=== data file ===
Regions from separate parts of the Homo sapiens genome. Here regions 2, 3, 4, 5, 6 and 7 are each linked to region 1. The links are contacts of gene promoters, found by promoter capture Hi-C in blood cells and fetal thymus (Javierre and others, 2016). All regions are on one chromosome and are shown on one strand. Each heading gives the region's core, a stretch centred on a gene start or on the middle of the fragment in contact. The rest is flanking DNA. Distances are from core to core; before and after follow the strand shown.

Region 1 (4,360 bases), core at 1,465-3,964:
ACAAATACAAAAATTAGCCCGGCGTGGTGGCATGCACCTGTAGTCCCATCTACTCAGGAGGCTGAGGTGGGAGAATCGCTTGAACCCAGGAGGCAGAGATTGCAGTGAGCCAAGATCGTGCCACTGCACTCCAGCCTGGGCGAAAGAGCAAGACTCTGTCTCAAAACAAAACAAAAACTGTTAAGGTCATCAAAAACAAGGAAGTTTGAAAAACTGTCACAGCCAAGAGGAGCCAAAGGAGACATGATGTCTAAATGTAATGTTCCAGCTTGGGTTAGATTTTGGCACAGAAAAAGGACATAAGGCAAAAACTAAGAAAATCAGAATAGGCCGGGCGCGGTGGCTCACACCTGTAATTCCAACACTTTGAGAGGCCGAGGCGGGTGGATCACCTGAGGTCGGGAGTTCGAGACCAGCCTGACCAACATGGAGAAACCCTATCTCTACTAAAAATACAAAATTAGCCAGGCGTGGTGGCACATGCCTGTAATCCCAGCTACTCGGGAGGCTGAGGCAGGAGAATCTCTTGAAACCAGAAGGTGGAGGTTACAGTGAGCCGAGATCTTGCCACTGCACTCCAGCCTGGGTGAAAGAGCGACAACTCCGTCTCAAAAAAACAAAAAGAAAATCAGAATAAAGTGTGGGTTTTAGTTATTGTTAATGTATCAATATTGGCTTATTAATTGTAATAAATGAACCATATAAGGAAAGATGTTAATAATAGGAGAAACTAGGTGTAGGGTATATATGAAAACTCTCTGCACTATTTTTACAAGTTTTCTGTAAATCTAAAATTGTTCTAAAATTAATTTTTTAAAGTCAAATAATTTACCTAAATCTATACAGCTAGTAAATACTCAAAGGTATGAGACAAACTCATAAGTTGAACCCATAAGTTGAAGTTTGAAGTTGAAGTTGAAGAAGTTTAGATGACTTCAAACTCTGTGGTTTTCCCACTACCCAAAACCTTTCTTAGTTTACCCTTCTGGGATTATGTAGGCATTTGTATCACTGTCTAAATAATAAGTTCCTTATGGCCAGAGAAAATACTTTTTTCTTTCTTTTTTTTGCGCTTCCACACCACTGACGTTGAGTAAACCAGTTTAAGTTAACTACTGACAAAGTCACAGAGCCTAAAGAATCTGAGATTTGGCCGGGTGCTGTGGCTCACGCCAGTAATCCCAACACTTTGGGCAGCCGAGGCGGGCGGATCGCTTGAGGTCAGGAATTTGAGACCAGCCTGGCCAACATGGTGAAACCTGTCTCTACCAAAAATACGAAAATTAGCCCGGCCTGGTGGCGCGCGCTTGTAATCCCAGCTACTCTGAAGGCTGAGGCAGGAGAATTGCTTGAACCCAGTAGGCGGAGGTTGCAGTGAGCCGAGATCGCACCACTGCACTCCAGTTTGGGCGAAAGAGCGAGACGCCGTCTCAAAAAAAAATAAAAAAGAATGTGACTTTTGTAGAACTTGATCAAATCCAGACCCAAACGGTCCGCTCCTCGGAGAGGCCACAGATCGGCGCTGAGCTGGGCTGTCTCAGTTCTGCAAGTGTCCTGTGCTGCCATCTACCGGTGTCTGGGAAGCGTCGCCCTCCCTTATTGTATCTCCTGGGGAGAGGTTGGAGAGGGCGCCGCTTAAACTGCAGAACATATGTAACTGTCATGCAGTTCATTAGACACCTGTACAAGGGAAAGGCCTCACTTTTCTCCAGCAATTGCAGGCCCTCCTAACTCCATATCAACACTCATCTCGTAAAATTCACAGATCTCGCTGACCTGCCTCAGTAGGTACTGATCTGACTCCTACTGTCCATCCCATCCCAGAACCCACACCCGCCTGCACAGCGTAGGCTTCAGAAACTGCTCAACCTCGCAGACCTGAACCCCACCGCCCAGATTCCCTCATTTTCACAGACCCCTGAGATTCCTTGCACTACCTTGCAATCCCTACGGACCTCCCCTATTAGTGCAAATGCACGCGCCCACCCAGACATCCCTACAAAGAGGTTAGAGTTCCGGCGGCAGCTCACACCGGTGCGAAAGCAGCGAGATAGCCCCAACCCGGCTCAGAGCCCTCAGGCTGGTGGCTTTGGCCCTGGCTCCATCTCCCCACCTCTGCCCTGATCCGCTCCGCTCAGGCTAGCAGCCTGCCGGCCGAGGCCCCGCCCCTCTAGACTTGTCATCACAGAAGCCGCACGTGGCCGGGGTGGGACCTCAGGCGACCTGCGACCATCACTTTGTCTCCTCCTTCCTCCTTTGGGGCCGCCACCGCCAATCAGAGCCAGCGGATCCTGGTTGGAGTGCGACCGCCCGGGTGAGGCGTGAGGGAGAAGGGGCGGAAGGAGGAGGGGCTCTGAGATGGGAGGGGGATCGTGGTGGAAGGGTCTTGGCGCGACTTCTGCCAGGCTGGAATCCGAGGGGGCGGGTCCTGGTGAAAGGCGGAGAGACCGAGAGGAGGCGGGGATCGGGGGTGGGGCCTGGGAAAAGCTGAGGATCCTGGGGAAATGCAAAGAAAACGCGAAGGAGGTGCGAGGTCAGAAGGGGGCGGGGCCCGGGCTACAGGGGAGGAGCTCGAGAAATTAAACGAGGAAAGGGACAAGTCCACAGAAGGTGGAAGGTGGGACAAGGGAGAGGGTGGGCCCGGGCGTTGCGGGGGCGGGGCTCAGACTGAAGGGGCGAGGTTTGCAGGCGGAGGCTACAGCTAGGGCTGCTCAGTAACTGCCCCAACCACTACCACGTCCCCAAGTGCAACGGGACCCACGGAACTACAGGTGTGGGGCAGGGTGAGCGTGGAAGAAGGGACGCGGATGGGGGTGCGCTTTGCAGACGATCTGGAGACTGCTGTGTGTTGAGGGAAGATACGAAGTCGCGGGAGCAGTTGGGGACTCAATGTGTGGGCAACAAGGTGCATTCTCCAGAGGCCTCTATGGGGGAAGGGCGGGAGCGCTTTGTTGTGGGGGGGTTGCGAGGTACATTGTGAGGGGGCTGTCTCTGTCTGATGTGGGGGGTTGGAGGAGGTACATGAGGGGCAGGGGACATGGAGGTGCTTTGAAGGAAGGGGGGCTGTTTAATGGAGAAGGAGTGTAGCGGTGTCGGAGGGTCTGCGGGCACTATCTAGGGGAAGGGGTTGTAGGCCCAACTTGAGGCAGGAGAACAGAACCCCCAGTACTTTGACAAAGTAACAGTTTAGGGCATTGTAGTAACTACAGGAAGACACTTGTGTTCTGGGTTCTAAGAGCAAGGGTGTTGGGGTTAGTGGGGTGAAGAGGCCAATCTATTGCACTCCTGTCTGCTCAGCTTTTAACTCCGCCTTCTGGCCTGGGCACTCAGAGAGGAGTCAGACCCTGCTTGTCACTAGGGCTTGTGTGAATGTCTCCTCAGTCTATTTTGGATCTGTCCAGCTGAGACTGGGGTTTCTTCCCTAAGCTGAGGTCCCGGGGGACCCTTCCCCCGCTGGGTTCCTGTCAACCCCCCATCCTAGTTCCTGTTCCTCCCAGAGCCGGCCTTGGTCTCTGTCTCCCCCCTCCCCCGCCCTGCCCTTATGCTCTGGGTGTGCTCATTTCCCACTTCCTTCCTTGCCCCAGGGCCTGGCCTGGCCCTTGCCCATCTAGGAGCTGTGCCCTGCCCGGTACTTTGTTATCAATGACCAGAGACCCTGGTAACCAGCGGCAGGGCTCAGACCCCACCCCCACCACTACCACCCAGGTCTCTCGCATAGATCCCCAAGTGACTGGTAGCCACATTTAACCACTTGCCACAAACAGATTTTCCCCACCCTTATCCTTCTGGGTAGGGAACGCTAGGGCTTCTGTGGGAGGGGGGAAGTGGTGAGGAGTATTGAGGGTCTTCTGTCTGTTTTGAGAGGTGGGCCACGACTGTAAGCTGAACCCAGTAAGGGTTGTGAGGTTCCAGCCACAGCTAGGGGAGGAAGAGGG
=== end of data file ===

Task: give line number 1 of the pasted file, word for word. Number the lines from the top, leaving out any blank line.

Regions from separate parts of the Homo sapiens genome. Here regions 2, 3, 4, 5, 6 and 7 are each linked to region 1. The links are contacts of gene promoters, found by promoter capture Hi-C in blood cells and fetal thymus (Javierre and others, 2016). All regions are on one chromosome and are shown on one strand. Each heading gives the region's core, a stretch centred on a gene start or on the middle of the fragment in contact. The rest is flanking DNA. Distances are from core to core; before and after follow the strand shown.